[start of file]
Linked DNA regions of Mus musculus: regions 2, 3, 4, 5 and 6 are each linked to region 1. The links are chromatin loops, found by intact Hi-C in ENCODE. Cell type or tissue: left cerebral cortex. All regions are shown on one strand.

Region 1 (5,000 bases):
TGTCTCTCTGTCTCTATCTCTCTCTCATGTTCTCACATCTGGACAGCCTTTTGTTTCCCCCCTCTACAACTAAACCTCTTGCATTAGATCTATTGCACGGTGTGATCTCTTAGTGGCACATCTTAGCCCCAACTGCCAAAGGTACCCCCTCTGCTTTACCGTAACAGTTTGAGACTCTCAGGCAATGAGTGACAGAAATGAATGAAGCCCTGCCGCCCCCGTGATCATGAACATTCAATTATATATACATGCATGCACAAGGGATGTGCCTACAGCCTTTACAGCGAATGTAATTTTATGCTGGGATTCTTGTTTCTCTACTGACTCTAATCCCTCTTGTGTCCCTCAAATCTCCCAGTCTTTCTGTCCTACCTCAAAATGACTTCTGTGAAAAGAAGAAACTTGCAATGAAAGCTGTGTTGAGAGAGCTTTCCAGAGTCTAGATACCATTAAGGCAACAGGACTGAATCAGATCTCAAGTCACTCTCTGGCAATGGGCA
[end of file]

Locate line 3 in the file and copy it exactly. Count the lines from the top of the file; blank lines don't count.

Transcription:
TGTCTCTCTGTCTCTATCTCTCTCTCATGTTCTCACATCTGGACAGCCTTTTGTTTCCCCCCTCTACAACTAAACCTCTTGCATTAGATCTATTGCACGGTGTGATCTCTTAGTGGCACATCTTAGCCCCAACTGCCAAAGGTACCCCCTCTGCTTTACCGTAACAGTTTGAGACTCTCAGGCAATGAGTGACAGAAATGAATGAAGCCCTGCCGCCCCCGTGATCATGAACATTCAATTATATATACATGCATGCACAAGGGATGTGCCTACAGCCTTTACAGCGAATGTAATTTTATGCTGGGATTCTTGTTTCTCTACTGACTCTAATCCCTCTTGTGTCCCTCAAATCTCCCAGTCTTTCTGTCCTACCTCAAAATGACTTCTGTGAAAAGAAGAAACTTGCAATGAAAGCTGTGTTGAGAGAGCTTTCCAGAGTCTAGATACCATTAAGGCAACAGGACTGAATCAGATCTCAAGTCACTCTCTGGCAATGGGCA